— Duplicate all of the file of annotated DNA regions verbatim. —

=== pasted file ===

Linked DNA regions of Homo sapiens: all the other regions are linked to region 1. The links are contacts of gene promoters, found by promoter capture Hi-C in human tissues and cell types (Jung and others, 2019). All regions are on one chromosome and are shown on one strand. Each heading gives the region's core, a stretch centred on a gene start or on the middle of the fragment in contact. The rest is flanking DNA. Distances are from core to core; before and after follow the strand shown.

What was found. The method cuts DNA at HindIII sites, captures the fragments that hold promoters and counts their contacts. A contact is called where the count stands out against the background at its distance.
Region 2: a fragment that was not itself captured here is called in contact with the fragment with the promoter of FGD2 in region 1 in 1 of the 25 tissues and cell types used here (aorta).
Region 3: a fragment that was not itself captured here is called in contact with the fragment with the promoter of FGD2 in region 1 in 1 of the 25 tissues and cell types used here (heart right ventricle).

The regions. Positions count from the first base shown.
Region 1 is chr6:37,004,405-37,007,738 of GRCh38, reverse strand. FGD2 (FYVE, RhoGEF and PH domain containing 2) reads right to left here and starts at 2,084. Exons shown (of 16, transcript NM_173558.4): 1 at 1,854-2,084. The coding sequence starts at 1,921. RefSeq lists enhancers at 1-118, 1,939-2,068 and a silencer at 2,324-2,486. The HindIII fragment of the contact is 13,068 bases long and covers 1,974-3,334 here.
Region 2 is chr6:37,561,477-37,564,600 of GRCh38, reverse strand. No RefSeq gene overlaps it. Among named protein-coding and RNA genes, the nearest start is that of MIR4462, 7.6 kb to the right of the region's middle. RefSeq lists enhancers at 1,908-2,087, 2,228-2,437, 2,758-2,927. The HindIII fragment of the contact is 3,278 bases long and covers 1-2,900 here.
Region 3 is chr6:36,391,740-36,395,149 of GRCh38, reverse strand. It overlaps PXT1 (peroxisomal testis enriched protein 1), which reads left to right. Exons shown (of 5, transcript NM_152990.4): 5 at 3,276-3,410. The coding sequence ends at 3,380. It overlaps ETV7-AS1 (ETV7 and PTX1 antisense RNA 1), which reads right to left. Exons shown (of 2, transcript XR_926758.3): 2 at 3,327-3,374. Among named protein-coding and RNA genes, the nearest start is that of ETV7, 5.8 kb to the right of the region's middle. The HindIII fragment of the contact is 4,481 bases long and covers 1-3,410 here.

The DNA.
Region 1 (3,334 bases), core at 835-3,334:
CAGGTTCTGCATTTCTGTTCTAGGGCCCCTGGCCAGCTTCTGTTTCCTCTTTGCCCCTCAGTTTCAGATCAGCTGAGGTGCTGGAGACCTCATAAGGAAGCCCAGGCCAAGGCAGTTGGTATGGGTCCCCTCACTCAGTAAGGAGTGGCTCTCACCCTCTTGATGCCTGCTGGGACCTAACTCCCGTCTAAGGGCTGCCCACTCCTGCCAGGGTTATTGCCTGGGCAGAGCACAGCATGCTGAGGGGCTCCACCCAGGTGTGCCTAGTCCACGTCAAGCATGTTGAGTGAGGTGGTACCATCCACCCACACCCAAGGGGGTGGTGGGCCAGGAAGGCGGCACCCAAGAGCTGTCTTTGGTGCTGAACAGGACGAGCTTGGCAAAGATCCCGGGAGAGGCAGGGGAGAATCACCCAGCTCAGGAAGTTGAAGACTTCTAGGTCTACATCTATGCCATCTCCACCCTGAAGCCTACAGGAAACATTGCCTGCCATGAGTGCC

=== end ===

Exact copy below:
Linked DNA regions of Homo sapiens: all the other regions are linked to region 1. The links are contacts of gene promoters, found by promoter capture Hi-C in human tissues and cell types (Jung and others, 2019). All regions are on one chromosome and are shown on one strand. Each heading gives the region's core, a stretch centred on a gene start or on the middle of the fragment in contact. The rest is flanking DNA. Distances are from core to core; before and after follow the strand shown.

What was found. The method cuts DNA at HindIII sites, captures the fragments that hold promoters and counts their contacts. A contact is called where the count stands out against the background at its distance.
Region 2: a fragment that was not itself captured here is called in contact with the fragment with the promoter of FGD2 in region 1 in 1 of the 25 tissues and cell types used here (aorta).
Region 3: a fragment that was not itself captured here is called in contact with the fragment with the promoter of FGD2 in region 1 in 1 of the 25 tissues and cell types used here (heart right ventricle).

The regions. Positions count from the first base shown.
Region 1 is chr6:37,004,405-37,007,738 of GRCh38, reverse strand. FGD2 (FYVE, RhoGEF and PH domain containing 2) reads right to left here and starts at 2,084. Exons shown (of 16, transcript NM_173558.4): 1 at 1,854-2,084. The coding sequence starts at 1,921. RefSeq lists enhancers at 1-118, 1,939-2,068 and a silencer at 2,324-2,486. The HindIII fragment of the contact is 13,068 bases long and covers 1,974-3,334 here.
Region 2 is chr6:37,561,477-37,564,600 of GRCh38, reverse strand. No RefSeq gene overlaps it. Among named protein-coding and RNA genes, the nearest start is that of MIR4462, 7.6 kb to the right of the region's middle. RefSeq lists enhancers at 1,908-2,087, 2,228-2,437, 2,758-2,927. The HindIII fragment of the contact is 3,278 bases long and covers 1-2,900 here.
Region 3 is chr6:36,391,740-36,395,149 of GRCh38, reverse strand. It overlaps PXT1 (peroxisomal testis enriched protein 1), which reads left to right. Exons shown (of 5, transcript NM_152990.4): 5 at 3,276-3,410. The coding sequence ends at 3,380. It overlaps ETV7-AS1 (ETV7 and PTX1 antisense RNA 1), which reads right to left. Exons shown (of 2, transcript XR_926758.3): 2 at 3,327-3,374. Among named protein-coding and RNA genes, the nearest start is that of ETV7, 5.8 kb to the right of the region's middle. The HindIII fragment of the contact is 4,481 bases long and covers 1-3,410 here.

The DNA.
Region 1 (3,334 bases), core at 835-3,334:
CAGGTTCTGCATTTCTGTTCTAGGGCCCCTGGCCAGCTTCTGTTTCCTCTTTGCCCCTCAGTTTCAGATCAGCTGAGGTGCTGGAGACCTCATAAGGAAGCCCAGGCCAAGGCAGTTGGTATGGGTCCCCTCACTCAGTAAGGAGTGGCTCTCACCCTCTTGATGCCTGCTGGGACCTAACTCCCGTCTAAGGGCTGCCCACTCCTGCCAGGGTTATTGCCTGGGCAGAGCACAGCATGCTGAGGGGCTCCACCCAGGTGTGCCTAGTCCACGTCAAGCATGTTGAGTGAGGTGGTACCATCCACCCACACCCAAGGGGGTGGTGGGCCAGGAAGGCGGCACCCAAGAGCTGTCTTTGGTGCTGAACAGGACGAGCTTGGCAAAGATCCCGGGAGAGGCAGGGGAGAATCACCCAGCTCAGGAAGTTGAAGACTTCTAGGTCTACATCTATGCCATCTCCACCCTGAAGCCTACAGGAAACATTGCCTGCCATGAGTGCC